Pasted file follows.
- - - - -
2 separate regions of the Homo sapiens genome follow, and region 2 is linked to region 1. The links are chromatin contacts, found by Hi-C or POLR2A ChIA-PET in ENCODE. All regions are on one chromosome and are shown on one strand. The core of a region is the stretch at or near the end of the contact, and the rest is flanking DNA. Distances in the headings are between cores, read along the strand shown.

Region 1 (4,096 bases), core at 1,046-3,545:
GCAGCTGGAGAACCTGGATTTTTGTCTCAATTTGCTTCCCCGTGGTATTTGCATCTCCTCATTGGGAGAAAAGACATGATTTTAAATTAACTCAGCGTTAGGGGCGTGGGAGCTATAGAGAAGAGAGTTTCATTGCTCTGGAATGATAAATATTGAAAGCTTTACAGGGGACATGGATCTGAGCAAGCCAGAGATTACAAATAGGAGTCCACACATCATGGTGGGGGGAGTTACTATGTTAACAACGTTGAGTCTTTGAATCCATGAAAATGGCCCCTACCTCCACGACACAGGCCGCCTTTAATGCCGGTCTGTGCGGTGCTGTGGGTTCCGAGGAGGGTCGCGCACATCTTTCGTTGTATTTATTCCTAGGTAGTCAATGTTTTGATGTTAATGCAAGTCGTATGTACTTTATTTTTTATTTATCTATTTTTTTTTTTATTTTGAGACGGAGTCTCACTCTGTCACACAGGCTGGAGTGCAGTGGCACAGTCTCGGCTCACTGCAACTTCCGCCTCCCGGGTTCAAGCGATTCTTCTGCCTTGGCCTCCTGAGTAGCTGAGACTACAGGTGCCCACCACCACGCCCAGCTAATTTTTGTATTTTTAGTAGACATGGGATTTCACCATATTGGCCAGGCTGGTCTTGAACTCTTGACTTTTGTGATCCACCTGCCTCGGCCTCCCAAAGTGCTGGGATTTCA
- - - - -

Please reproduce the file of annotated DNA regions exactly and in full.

2 separate regions of the Homo sapiens genome follow, and region 2 is linked to region 1. The links are chromatin contacts, found by Hi-C or POLR2A ChIA-PET in ENCODE. All regions are on one chromosome and are shown on one strand. The core of a region is the stretch at or near the end of the contact, and the rest is flanking DNA. Distances in the headings are between cores, read along the strand shown.

Region 1 (4,096 bases), core at 1,046-3,545:
GCAGCTGGAGAACCTGGATTTTTGTCTCAATTTGCTTCCCCGTGGTATTTGCATCTCCTCATTGGGAGAAAAGACATGATTTTAAATTAACTCAGCGTTAGGGGCGTGGGAGCTATAGAGAAGAGAGTTTCATTGCTCTGGAATGATAAATATTGAAAGCTTTACAGGGGACATGGATCTGAGCAAGCCAGAGATTACAAATAGGAGTCCACACATCATGGTGGGGGGAGTTACTATGTTAACAACGTTGAGTCTTTGAATCCATGAAAATGGCCCCTACCTCCACGACACAGGCCGCCTTTAATGCCGGTCTGTGCGGTGCTGTGGGTTCCGAGGAGGGTCGCGCACATCTTTCGTTGTATTTATTCCTAGGTAGTCAATGTTTTGATGTTAATGCAAGTCGTATGTACTTTATTTTTTATTTATCTATTTTTTTTTTTATTTTGAGACGGAGTCTCACTCTGTCACACAGGCTGGAGTGCAGTGGCACAGTCTCGGCTCACTGCAACTTCCGCCTCCCGGGTTCAAGCGATTCTTCTGCCTTGGCCTCCTGAGTAGCTGAGACTACAGGTGCCCACCACCACGCCCAGCTAATTTTTGTATTTTTAGTAGACATGGGATTTCACCATATTGGCCAGGCTGGTCTTGAACTCTTGACTTTTGTGATCCACCTGCCTCGGCCTCCCAAAGTGCTGGGATTTCA